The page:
Many investors also think of gold as a stand-alone defense against inflation. But the metal actually has a very mediocre track record against the CPI. Fidelity studied the performance of various asset classes against the CPI over rolling 12-month periods between December 1973 and the end of last year, and it found that gold beat inflation in only 54% of those periods—compared with a 71% success rate for Standard & Poor's 500-stock index and 75% for the Barclays U.S. Aggregate Bond index. When it comes to fighting inflation, gold is "a coin toss," Bewick says.
A Potpourri of Inflation-Fighting Tools
Such research helped Fidelity arrive at its baseline asset allocation for the Strategic Real Return Fund: 30% TIPS, 25% floating-rate loans, 25% commodity-linked notes, and 20% real estate investment trusts and other real estate holdings. While each of those asset classes can be a decent inflation hedge, Bewick says, "none of them is perfect, and not one of them is nearly as good as the combination," which taken together has an 85% success rate against the CPI. The managers can make modest adjustments to that basic allocation based on valuations and macroeconomic trends. Bewick says she's currently overweighting REITs and floating-rate debt and underweighting TIPS and commodities.
Other managers seek to spread their bets evenly among inflation-fighting asset classes. In the Neuberger Berman Dynamic Real Return Fund (NDRAX; class A shares have a 5.75% load), each asset class makes a roughly equal contribution to the portfolio's overall inflation sensitivity. The approach should reduce risk without sacrificing performance, Johnson says, so "you're likely to generate decent returns while you wait for inflation to occur."
Other recent entrants include Principal Diversified Real Asset (PRDAX; class A shares have a 3.75% load), launched in 2010, and Pimco Inflation Response Multi-Asset (PDRMX), introduced in 2011.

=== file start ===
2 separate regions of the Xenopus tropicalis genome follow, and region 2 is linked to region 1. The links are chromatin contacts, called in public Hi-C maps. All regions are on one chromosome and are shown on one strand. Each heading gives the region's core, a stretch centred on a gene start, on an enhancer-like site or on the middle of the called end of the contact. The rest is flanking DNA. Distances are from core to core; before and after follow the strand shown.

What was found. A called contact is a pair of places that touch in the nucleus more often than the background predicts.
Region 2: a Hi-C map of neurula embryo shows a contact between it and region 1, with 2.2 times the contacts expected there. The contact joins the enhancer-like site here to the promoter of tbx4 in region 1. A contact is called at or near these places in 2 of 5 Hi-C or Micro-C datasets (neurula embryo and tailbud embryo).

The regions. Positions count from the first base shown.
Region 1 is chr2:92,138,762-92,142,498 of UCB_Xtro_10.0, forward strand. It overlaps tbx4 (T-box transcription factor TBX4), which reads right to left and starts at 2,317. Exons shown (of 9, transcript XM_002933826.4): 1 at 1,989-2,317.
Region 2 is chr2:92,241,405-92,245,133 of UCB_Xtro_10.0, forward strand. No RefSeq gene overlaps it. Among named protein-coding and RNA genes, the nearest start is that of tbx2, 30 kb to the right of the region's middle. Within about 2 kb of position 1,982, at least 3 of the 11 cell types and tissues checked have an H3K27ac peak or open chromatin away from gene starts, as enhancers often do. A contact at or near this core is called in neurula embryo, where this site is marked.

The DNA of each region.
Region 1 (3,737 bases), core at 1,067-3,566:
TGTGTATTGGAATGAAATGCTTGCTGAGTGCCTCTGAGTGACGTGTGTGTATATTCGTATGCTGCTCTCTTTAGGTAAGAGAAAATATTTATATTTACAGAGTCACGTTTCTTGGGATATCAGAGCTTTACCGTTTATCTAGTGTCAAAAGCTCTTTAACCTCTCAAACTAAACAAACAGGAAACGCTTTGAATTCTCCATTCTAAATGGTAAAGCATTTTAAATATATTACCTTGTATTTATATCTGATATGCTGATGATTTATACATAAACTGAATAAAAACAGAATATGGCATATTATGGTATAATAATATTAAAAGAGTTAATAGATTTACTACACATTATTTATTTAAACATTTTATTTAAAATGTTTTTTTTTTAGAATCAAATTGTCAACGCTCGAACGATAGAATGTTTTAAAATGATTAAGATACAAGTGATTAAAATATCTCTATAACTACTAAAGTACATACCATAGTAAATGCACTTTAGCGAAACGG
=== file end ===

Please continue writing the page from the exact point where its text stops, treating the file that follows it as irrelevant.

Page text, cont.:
For older investors with bond-heavy portfolios, the multi-asset-class funds not only help protect against inflation but also help diversify holdings and lower risk. Over the past ten years, for example, the Fidelity Strategic Real Return fund has had a 0.29 correlation with the Barclays Aggregate Bond index—meaning the fund tends to zig when bonds zag.
The new multi-asset-class inflation-hedging funds have yet to withstand a period of serious inflation. And because the funds are juggling so many asset classes, it may be tough for investors to gauge the success of the strategies. But Morningstar in January launched a new index that may serve as a benchmark for these funds. The Morningstar U.S. Real Asset Index consists of 40% TIPS, 30% commodity futures, 15% REITs and 15% commodity stocks.
In testing how the index would have performed between January 1980 and November 2012, Morningstar found its risk comparable to the Barclays U.S. Aggregate Bond Index, and its annual returns beat the S&P 500. Blending a traditional stock, bond and cash portfolio with even a 10% or 20% allocation to the index would have reduced risk and boosted inflation-adjusted returns over that period, Morningstar found. While it's tough to say whether such trends will continue in the future, says Morningstar Indexes senior vice-president Sanjay Arya, it's clear that "when you're trying to hedge inflation you can't fight it with one single asset class."